Previous Challenge Entry (Level 4 – Masters)
Topic: QUESTION (S) (05/30/19)
- TITLE: Reflections
By Dennis Gallemore
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Drawing in a deep breath of the wintry evening air, he stepped back inside and closed the door. Turning, he stepped over to the wooden rocking chair that waited patiently beside the fireplace and sat down, his gaze lifting to the photograph upon the mantle. His blue eyes watering, he drew in a ragged breath. “Jessica…”
“You really loved her, didn’t you?”
Looking down, he focused on the man sitting at the other end of the hearth. “You know I did, Tyler.”
“Why didn’t you tell her?”
George dropped his head. “I did. Once in a while.”
“Once in a while. What does that even mean, George? Once a day? One time a week? A month? A year?”
Lifting his head, George studied the other man before replying. “It means I didn’t say it enough, Tyler.” His voice dropped to a whisper. “Not nearly enough.”
“Why did you let her leave, George?”
Sighing, George slowly shook his head. “I don’t know. All I know is that I shouldn’t have let her walk out of my life. Now, it’s too late.”
“Is it, George? Is it too late?”
“We were married for six years. She had plenty of time to decide whether or not she wanted to be my wife any longer. There’s no going back.”
“Who says you can’t go back, George? Have either of you even filed for divorce?”
“No,” George murmured.
“Then what’s stopping you?”
“There were other problems, Tyler.”
“Jessica felt that I spent too much time with my friends and not with her.”
Closing his eyes, George slowly nodded. “Yeah, I did.”
“She didn’t think that I appreciated her.”
Opening his eyes, George wiped them with a weathered hand. “No, I didn’t. I took her for granted and the love of my life picked up her two suitcases and walked out the door and out of my life forever.”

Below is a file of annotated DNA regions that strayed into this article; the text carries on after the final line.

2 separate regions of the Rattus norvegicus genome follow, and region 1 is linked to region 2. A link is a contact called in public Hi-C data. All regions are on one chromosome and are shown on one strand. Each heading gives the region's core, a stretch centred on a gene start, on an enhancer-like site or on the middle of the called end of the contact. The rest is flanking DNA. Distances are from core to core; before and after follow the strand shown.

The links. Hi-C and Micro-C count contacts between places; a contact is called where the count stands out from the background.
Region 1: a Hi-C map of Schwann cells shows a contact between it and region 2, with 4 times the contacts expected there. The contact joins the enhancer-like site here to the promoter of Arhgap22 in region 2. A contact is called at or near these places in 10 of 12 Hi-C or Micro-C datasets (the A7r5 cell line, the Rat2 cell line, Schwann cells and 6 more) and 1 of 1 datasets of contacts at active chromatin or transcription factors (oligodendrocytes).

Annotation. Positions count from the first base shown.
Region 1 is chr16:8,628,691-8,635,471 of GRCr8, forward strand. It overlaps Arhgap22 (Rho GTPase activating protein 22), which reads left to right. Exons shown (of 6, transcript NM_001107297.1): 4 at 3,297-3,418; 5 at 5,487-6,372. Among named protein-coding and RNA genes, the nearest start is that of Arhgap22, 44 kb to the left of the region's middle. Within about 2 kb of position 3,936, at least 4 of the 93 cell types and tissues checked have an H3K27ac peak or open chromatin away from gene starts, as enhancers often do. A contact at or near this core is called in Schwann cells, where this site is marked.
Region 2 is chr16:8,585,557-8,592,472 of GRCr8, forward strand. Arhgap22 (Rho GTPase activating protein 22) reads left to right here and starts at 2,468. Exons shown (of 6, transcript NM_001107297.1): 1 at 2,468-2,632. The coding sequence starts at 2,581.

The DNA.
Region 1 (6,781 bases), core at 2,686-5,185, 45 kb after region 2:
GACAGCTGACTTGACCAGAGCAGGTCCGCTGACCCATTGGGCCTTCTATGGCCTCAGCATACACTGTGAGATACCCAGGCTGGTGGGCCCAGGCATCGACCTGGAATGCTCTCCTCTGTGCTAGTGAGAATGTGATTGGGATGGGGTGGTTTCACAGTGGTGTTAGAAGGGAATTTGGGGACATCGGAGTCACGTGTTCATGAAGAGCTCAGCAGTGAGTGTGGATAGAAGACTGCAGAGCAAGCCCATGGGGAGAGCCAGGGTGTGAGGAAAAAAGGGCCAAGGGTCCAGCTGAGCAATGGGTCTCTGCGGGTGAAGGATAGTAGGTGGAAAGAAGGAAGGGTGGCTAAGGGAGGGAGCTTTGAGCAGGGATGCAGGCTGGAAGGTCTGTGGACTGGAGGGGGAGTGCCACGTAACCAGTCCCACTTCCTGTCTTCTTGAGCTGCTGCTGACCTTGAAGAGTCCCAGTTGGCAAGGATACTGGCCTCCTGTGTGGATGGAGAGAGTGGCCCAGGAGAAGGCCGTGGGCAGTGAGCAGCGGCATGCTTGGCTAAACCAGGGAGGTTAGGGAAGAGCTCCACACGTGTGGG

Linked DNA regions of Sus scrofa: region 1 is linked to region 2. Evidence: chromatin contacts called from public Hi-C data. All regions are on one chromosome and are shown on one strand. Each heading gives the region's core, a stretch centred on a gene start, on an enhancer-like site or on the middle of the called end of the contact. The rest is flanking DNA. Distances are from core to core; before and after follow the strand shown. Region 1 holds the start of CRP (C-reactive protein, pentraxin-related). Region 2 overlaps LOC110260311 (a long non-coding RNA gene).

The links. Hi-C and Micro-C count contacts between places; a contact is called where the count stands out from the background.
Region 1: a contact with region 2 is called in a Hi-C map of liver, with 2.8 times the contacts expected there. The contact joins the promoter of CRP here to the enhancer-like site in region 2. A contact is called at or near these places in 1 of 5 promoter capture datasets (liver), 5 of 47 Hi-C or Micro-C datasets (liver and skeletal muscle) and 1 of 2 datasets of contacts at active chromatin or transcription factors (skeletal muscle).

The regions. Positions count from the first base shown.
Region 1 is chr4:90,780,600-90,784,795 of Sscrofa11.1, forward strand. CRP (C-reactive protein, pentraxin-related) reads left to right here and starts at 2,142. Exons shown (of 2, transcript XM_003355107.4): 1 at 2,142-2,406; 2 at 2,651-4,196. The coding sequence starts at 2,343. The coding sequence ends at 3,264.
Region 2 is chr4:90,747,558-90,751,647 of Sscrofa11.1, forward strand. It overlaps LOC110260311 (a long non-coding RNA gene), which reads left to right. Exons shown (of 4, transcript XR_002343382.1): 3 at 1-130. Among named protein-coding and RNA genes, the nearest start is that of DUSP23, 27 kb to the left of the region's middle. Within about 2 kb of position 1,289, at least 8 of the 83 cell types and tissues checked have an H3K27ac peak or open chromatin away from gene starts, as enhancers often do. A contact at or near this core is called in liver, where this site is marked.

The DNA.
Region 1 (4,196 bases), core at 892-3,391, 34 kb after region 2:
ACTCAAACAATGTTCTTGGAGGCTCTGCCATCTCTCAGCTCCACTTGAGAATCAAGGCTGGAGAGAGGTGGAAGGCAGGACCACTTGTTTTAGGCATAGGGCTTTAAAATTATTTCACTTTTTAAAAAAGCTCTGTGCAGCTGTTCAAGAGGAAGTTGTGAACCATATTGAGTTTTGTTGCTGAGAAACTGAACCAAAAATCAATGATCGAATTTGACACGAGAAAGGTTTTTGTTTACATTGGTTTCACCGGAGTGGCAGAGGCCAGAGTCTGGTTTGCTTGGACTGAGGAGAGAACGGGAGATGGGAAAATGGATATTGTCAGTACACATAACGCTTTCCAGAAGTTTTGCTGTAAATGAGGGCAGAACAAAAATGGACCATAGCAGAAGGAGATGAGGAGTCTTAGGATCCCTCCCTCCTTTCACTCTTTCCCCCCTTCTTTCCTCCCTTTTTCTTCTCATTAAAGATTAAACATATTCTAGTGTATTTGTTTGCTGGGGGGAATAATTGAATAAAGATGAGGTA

“Forever, George? How do you know that?”
Sighing, George stood and shuffled into the kitchen. Pouring himself a cup of coffee, he added a splash of cinnamon syrup and made his way back to the fireplace. Sitting once again, he sipped the steaming coffee, his eyes falling upon a collection of vinyl records neatly stacked upon a side table.
“She loved those old albums, didn’t she, George?”
“She really did, especially Frank Sinatra’s.”
“The two of you used to put one of his records on and slow dance right here in front of the fireplace, didn’t you?”
A small smile flitted across his face. “We did. That’s all we needed on a winter’s night: soft music, the glow of the fire, and each other.” He shook his head. “We’ll never do that again.”
“Why not, George?”
“Because she’s not here.”
“Then why don’t you do something to get her back here?”
“She won’t come back to me.”
“How do you know that?”
Taking a sip of coffee, George swallowed and then set the cup on the hearth, his eyes drawn to the flickering firelight. “Because it’s what I keep telling myself,” he whispered.
“Then how would you know unless you asked her? Why don’t you call her?”
“Maybe I should.” Reaching into his pocket, he pulled out his phone. Hesitatingly, he punched a button. “Jessica? Listen, please don’t hang up. I…I’m sorry. For everything. I know I’m probably the last person you want to talk to but I just have one question. Could you ever forgive me?” He listened to her reply, tears rolling down his cheeks. “Yes, I will go with you to church this Sunday. I’ll pick you up at your mother’s house at eight. I…I love you, Jessica.”
Putting the phone back into his pocket, George Tyler O’Reilly looked across the hearth. “Any more questions?” The man in the mirror, his face splitting into a wide smile, made no reply.
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